Wayside Youth & Family receives $580,500 grant to help recruit, hire, BIPOC interns

Wayside Youth & Family receives $580,500 grant to help recruit, hire, BIPOC interns

FRAMINGHAM Wayside Youth & Family Support Network said a new $580,500 grant will allow the agency to hire master’s-level interns that better reflect the population of its clients.

The grant, issued by the state Executive Office of Human and Health Services, will increase stipends for interns as well as help with the costs of recruitment efforts over the next two years.

The grant will help hire Black, indigenous and other people of color for the program.

“This is a transformational grant for the agency,” said Guimel DeCarvalho, Wayside’s vice president of people and culture and chief diversity officer. “Currently, BIPOC mental health workers are disproportionately impacted in terms of completing their graduate degrees and advancing in their field due to the time and financial resources needed to complete unpaid internships. With this support we can continue prioritizing the hiring of BIPOC master level counselors, clinicians, and social workers.”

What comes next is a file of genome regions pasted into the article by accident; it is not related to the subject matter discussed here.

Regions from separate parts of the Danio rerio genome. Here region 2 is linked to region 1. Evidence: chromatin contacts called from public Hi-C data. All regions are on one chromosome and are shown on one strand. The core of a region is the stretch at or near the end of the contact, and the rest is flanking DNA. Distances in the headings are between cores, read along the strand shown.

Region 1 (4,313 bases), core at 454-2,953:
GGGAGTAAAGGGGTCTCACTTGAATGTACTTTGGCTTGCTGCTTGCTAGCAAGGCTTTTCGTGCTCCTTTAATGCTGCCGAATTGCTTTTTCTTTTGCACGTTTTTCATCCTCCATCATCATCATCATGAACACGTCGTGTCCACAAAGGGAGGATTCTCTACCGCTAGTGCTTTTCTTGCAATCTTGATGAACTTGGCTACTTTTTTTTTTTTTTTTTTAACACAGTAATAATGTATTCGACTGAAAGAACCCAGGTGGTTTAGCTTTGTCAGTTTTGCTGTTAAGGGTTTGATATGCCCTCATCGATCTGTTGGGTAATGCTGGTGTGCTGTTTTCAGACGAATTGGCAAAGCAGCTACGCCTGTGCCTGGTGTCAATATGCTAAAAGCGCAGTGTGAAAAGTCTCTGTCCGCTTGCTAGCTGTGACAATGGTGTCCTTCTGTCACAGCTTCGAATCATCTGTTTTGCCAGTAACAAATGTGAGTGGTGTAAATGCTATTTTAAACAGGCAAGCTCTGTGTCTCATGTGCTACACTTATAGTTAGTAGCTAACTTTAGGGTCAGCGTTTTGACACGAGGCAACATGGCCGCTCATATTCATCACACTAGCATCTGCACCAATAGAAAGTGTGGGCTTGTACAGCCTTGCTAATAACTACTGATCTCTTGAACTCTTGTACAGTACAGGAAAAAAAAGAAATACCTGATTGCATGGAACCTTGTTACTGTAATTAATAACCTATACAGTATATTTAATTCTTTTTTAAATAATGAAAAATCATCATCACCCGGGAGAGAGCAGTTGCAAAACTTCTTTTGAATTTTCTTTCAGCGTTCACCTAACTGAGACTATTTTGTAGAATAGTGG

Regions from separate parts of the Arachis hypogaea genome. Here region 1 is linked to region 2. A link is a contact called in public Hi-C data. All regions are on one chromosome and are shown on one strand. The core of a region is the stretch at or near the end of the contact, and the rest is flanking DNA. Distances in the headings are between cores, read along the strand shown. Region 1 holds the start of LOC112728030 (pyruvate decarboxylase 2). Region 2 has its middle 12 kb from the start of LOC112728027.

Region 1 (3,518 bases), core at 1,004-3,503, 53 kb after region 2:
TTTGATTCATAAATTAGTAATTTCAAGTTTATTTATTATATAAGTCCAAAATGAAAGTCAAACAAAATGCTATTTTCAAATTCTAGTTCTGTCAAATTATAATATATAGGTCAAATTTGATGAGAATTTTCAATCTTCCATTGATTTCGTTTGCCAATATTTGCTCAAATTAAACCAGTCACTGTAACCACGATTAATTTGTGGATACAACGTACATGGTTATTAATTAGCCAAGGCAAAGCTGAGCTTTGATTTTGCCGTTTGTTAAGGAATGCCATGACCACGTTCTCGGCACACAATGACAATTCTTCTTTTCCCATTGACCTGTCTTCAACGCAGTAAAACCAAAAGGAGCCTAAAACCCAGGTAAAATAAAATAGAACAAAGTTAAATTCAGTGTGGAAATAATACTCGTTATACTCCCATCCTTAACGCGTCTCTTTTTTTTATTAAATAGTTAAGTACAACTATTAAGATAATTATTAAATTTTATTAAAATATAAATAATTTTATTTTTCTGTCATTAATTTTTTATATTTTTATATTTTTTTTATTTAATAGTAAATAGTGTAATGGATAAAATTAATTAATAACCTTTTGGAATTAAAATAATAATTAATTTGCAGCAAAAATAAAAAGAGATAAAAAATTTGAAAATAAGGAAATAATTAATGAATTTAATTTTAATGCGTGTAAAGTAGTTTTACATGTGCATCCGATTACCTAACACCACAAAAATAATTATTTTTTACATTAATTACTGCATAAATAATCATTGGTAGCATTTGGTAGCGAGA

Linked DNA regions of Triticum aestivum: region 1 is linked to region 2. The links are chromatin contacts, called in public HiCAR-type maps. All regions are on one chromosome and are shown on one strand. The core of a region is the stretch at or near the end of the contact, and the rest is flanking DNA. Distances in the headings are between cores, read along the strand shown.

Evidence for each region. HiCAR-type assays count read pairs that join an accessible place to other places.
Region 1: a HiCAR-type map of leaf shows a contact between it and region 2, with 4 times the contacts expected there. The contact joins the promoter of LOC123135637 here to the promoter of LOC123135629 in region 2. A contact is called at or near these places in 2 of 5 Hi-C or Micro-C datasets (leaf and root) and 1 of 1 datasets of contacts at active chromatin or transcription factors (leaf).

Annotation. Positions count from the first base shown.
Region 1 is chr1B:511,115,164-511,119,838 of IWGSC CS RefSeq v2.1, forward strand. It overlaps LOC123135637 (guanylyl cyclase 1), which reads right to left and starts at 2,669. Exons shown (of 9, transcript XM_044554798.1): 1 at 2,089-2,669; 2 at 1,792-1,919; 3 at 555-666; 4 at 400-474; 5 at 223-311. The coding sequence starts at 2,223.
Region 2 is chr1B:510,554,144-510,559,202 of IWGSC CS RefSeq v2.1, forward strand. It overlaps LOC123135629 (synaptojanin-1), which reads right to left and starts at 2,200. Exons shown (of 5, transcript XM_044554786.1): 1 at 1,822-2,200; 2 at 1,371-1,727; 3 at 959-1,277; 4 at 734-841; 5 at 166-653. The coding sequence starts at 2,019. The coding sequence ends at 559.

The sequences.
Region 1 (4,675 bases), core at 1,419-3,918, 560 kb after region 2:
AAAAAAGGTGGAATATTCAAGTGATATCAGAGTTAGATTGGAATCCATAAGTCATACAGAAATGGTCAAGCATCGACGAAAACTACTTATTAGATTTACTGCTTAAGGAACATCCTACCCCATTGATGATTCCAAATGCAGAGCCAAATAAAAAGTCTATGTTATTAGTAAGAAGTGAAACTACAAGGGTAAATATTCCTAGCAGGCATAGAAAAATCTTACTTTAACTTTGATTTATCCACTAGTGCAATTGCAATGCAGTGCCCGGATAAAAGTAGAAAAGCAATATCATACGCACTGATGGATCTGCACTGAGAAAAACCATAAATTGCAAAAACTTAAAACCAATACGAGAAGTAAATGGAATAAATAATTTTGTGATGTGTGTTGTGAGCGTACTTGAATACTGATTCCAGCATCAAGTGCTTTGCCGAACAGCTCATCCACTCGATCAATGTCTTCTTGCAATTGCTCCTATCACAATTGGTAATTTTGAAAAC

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DeCarvalho said the grant will allow Wayside to give interns a stipend of $10,000, rather than the current $2,000. She said the money is important because many graduate students have to carry a full course load as well as at least an internship for 24 hours a week. That means many will also have to work other jobs to support themselves.


“We have offered an intern stipend in the past, but it was very minimal,” said DeCarvalho. “We know doing an unpaid internship or one with a stipend that is too small is not really affordable for graduate interns and dissuades from people going into the program.”

Wayside Youth & Family is a nonprofit human sources agency that offers family-based outreach services, residential treatment programs and counseling services for children and families throughout eastern and central Massachusetts.

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The grant will also allow Wayside to advertise and recruit master’s-level interns outside of the traditional job fair model, DeCarvalho said.

“We want to make sure we appropriately reflect the diversity of our clientele,” she said. “This will address some of the disparities of not having our workforce reflect the clients we’re serving.”

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